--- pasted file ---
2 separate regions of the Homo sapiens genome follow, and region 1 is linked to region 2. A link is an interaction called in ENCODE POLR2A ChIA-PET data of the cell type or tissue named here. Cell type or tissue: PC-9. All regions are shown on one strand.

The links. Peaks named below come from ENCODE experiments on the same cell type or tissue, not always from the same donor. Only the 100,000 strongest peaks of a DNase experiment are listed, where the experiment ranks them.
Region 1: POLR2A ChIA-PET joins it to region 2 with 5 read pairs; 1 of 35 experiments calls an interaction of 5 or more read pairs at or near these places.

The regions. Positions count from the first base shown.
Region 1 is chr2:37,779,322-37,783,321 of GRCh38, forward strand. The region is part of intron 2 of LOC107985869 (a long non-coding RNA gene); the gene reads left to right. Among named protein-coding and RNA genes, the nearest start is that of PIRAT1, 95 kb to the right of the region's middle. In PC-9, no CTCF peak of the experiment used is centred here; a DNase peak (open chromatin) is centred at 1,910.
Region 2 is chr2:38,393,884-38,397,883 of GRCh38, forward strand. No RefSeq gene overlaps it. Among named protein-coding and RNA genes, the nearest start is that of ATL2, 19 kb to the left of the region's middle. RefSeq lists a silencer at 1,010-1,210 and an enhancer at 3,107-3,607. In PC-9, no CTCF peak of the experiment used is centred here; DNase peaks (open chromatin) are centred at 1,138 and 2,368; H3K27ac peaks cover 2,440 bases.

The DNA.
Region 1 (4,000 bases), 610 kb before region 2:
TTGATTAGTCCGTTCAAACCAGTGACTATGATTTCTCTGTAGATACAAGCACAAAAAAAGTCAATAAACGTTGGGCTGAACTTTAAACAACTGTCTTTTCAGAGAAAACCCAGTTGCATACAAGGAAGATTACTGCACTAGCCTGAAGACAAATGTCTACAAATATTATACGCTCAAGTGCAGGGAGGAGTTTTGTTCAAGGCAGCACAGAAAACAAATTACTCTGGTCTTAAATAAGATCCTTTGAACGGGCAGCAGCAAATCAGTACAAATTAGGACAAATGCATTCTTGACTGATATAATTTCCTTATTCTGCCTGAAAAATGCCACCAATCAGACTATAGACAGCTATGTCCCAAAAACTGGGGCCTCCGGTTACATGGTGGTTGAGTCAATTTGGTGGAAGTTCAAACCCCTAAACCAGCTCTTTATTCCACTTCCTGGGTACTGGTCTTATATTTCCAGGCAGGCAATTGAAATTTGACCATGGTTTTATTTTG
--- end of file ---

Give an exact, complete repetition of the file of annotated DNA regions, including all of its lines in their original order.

2 separate regions of the Homo sapiens genome follow, and region 1 is linked to region 2. A link is an interaction called in ENCODE POLR2A ChIA-PET data of the cell type or tissue named here. Cell type or tissue: PC-9. All regions are shown on one strand.

The links. Peaks named below come from ENCODE experiments on the same cell type or tissue, not always from the same donor. Only the 100,000 strongest peaks of a DNase experiment are listed, where the experiment ranks them.
Region 1: POLR2A ChIA-PET joins it to region 2 with 5 read pairs; 1 of 35 experiments calls an interaction of 5 or more read pairs at or near these places.

The regions. Positions count from the first base shown.
Region 1 is chr2:37,779,322-37,783,321 of GRCh38, forward strand. The region is part of intron 2 of LOC107985869 (a long non-coding RNA gene); the gene reads left to right. Among named protein-coding and RNA genes, the nearest start is that of PIRAT1, 95 kb to the right of the region's middle. In PC-9, no CTCF peak of the experiment used is centred here; a DNase peak (open chromatin) is centred at 1,910.
Region 2 is chr2:38,393,884-38,397,883 of GRCh38, forward strand. No RefSeq gene overlaps it. Among named protein-coding and RNA genes, the nearest start is that of ATL2, 19 kb to the left of the region's middle. RefSeq lists a silencer at 1,010-1,210 and an enhancer at 3,107-3,607. In PC-9, no CTCF peak of the experiment used is centred here; DNase peaks (open chromatin) are centred at 1,138 and 2,368; H3K27ac peaks cover 2,440 bases.

The DNA.
Region 1 (4,000 bases), 610 kb before region 2:
TTGATTAGTCCGTTCAAACCAGTGACTATGATTTCTCTGTAGATACAAGCACAAAAAAAGTCAATAAACGTTGGGCTGAACTTTAAACAACTGTCTTTTCAGAGAAAACCCAGTTGCATACAAGGAAGATTACTGCACTAGCCTGAAGACAAATGTCTACAAATATTATACGCTCAAGTGCAGGGAGGAGTTTTGTTCAAGGCAGCACAGAAAACAAATTACTCTGGTCTTAAATAAGATCCTTTGAACGGGCAGCAGCAAATCAGTACAAATTAGGACAAATGCATTCTTGACTGATATAATTTCCTTATTCTGCCTGAAAAATGCCACCAATCAGACTATAGACAGCTATGTCCCAAAAACTGGGGCCTCCGGTTACATGGTGGTTGAGTCAATTTGGTGGAAGTTCAAACCCCTAAACCAGCTCTTTATTCCACTTCCTGGGTACTGGTCTTATATTTCCAGGCAGGCAATTGAAATTTGACCATGGTTTTATTTTG